Then the sweet bitter rain came. Like a visitor that constantly dances their fingers on ones kitchen table over a cup of tea. That day the obsessing started. Sitting in the rain was something i had enough of this trip. I thought about leaving. But no, I can’t, I’m so close. It will dry eventually. I will wait. Pondering the moves, I visualized myself doing it over and over again. Putter patter. Left hand there. Drip drop. Right foot there. While people climbed on the Bruno boulder I walked to it like visiting an old friend to see how it was. Condensation was high, sucking water onto even the lower holds which were once lined with the fine colour of white.
The next dry day I realized the unhealthy part of obsessing over a project through five days of rain. Physically I was fine but mentally I was done. I felt burnt out on it not from trying but from the thinking and obsessing about it while listening to the rain drops fall on my van. Thoughts of escaping invaded my mind as was the mistake of waiting for it to dry.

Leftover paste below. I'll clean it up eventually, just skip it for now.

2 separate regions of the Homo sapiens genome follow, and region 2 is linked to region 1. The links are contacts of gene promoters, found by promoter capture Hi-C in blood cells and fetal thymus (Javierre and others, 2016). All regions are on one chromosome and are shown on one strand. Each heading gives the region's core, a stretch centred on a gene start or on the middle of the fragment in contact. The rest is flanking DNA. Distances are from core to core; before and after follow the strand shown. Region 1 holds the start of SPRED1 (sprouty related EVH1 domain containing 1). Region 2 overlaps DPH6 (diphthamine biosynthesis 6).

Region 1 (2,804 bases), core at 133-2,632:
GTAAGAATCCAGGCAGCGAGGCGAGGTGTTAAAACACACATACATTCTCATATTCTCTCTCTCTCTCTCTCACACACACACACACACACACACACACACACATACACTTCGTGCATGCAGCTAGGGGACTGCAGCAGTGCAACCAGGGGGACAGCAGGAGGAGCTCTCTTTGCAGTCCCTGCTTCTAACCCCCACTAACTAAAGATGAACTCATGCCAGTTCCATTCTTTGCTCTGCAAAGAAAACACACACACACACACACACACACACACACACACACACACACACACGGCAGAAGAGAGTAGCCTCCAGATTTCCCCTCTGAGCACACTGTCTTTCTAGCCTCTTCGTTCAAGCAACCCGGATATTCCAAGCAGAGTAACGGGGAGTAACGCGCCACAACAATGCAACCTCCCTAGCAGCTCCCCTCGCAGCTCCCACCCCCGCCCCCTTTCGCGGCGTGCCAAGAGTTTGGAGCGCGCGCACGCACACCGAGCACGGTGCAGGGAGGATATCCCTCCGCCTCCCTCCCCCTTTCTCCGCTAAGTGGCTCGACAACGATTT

The first day back offered damp holds matching my low psych. Yet falling near the end instilled hope. There was a few more days of sun coming and the optimist in me said it can only get drier. But the next day offered much regression. Everything on it felt hard. Again Alex came to my rescue. “You try it too many times and too many days in a row. You look tired.” That was a mistake often repeated but coming from someone else’s mouth was like a reinforcer to the truth. With that we left. We tried other problems and the fun returned.
Returning the next day with a fresh head, hope was provided. My first attempt felt strong but still, I fell at the end. After a few repeats of that frustration and fatigue started to take over while my tips screamed bloody murder at me. What are you doing to us they screamed? Every bit of me felt done.